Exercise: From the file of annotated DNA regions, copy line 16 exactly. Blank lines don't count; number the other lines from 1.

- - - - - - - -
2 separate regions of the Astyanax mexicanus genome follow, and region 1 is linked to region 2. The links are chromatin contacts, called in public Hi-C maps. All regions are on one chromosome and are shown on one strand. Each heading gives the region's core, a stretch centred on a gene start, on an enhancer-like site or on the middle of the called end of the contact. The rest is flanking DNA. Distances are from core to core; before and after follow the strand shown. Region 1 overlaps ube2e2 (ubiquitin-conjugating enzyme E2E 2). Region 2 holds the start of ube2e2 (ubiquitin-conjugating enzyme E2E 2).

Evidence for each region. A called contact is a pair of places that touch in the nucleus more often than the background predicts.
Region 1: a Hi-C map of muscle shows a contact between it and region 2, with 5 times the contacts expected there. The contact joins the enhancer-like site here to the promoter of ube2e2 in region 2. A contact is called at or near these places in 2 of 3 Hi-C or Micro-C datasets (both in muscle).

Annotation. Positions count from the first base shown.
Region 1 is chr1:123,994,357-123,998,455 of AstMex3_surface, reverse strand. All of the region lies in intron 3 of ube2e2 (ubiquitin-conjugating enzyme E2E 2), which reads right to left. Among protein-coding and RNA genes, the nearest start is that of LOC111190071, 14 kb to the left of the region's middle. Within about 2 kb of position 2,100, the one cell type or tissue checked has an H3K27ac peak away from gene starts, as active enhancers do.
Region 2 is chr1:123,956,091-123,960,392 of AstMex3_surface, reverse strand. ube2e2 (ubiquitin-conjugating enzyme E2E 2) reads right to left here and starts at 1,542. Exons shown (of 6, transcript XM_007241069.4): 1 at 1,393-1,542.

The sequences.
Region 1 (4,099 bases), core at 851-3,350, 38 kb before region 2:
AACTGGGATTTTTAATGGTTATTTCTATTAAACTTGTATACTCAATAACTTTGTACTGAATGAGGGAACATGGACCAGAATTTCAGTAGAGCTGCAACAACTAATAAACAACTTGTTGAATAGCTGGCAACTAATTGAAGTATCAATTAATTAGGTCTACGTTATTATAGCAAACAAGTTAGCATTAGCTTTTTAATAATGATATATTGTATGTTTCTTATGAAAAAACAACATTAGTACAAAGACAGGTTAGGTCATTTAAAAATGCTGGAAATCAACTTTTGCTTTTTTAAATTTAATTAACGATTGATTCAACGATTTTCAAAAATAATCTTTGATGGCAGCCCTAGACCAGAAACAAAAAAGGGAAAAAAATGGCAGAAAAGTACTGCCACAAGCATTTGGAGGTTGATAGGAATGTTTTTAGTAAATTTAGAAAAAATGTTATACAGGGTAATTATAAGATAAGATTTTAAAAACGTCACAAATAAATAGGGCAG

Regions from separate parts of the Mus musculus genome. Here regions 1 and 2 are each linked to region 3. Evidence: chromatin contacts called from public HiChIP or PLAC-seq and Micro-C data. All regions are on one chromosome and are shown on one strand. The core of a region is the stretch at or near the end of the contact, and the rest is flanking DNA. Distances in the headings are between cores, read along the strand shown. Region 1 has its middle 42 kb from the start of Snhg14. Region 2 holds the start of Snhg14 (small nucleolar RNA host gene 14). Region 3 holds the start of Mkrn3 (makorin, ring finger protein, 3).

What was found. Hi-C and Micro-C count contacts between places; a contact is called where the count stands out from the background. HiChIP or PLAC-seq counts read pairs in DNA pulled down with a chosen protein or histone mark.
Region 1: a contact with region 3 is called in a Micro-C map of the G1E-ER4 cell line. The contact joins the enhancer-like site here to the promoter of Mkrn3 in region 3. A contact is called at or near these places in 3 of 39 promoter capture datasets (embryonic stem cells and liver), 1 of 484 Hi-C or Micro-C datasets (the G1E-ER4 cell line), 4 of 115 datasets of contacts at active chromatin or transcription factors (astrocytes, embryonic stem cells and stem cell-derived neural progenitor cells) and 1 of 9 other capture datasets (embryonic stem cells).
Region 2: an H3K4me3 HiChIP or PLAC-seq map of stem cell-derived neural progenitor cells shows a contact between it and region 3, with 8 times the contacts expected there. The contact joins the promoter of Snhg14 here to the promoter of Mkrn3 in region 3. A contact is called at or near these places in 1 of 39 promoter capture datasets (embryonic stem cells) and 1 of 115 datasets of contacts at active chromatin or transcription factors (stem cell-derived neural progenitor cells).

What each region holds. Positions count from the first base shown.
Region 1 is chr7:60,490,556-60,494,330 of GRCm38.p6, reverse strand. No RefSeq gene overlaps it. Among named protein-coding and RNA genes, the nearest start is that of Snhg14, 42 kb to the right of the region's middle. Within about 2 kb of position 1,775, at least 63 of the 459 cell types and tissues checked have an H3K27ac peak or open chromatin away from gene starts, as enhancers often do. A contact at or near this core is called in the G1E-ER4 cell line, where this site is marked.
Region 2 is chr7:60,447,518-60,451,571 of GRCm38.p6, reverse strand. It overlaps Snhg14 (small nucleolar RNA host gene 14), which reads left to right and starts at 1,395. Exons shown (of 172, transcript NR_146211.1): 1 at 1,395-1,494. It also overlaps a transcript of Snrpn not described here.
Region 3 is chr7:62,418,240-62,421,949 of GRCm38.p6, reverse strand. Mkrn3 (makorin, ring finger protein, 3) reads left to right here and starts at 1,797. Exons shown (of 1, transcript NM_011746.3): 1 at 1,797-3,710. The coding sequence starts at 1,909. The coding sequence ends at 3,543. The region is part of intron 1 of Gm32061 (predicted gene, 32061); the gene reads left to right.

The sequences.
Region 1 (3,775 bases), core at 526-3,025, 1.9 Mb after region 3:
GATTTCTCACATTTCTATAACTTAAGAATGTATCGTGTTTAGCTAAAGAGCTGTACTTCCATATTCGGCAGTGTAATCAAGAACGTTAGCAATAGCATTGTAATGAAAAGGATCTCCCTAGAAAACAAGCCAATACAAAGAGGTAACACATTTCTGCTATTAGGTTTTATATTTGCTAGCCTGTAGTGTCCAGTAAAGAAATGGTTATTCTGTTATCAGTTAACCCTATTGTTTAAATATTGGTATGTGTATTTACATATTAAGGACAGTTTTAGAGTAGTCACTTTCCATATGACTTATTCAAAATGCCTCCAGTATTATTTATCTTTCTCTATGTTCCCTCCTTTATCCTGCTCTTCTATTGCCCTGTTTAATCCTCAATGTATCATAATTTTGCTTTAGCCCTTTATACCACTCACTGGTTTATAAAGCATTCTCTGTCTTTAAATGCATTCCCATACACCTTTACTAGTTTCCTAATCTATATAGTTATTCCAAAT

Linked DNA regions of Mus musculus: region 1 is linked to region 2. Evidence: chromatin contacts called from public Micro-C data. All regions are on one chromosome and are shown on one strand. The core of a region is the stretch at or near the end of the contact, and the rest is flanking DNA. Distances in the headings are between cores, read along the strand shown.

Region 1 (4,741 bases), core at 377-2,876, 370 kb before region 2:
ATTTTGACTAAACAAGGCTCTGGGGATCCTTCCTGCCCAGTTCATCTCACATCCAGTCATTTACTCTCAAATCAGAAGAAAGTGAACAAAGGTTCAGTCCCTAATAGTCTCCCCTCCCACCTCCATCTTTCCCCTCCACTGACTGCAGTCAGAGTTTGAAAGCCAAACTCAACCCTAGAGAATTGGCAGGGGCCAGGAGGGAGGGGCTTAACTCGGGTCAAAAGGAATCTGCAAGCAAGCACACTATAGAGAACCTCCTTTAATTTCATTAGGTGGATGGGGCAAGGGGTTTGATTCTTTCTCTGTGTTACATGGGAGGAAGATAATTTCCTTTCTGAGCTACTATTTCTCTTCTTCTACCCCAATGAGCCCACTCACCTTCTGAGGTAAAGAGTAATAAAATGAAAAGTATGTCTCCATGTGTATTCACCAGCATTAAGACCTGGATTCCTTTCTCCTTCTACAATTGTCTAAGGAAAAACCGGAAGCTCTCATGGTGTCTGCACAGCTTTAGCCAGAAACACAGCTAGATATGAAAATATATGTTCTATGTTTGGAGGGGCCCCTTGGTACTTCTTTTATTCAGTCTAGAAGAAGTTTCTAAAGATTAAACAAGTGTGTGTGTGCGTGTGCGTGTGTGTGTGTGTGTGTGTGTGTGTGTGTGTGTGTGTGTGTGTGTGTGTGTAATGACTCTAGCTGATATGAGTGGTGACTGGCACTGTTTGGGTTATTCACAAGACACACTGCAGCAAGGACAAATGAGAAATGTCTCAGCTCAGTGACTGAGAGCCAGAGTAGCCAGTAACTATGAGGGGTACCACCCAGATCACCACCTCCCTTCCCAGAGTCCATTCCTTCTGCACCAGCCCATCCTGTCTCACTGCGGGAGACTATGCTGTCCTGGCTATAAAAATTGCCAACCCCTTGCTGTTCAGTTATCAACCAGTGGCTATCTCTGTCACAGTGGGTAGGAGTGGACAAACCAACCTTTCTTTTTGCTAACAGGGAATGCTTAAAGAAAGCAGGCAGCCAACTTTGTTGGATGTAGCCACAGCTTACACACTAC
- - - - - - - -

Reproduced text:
Region 2 is chr7:60,447,518-60,451,571 of GRCm38.p6, reverse strand. It overlaps Snhg14 (small nucleolar RNA host gene 14), which reads left to right and starts at 1,395. Exons shown (of 172, transcript NR_146211.1): 1 at 1,395-1,494. It also overlaps a transcript of Snrpn not described here.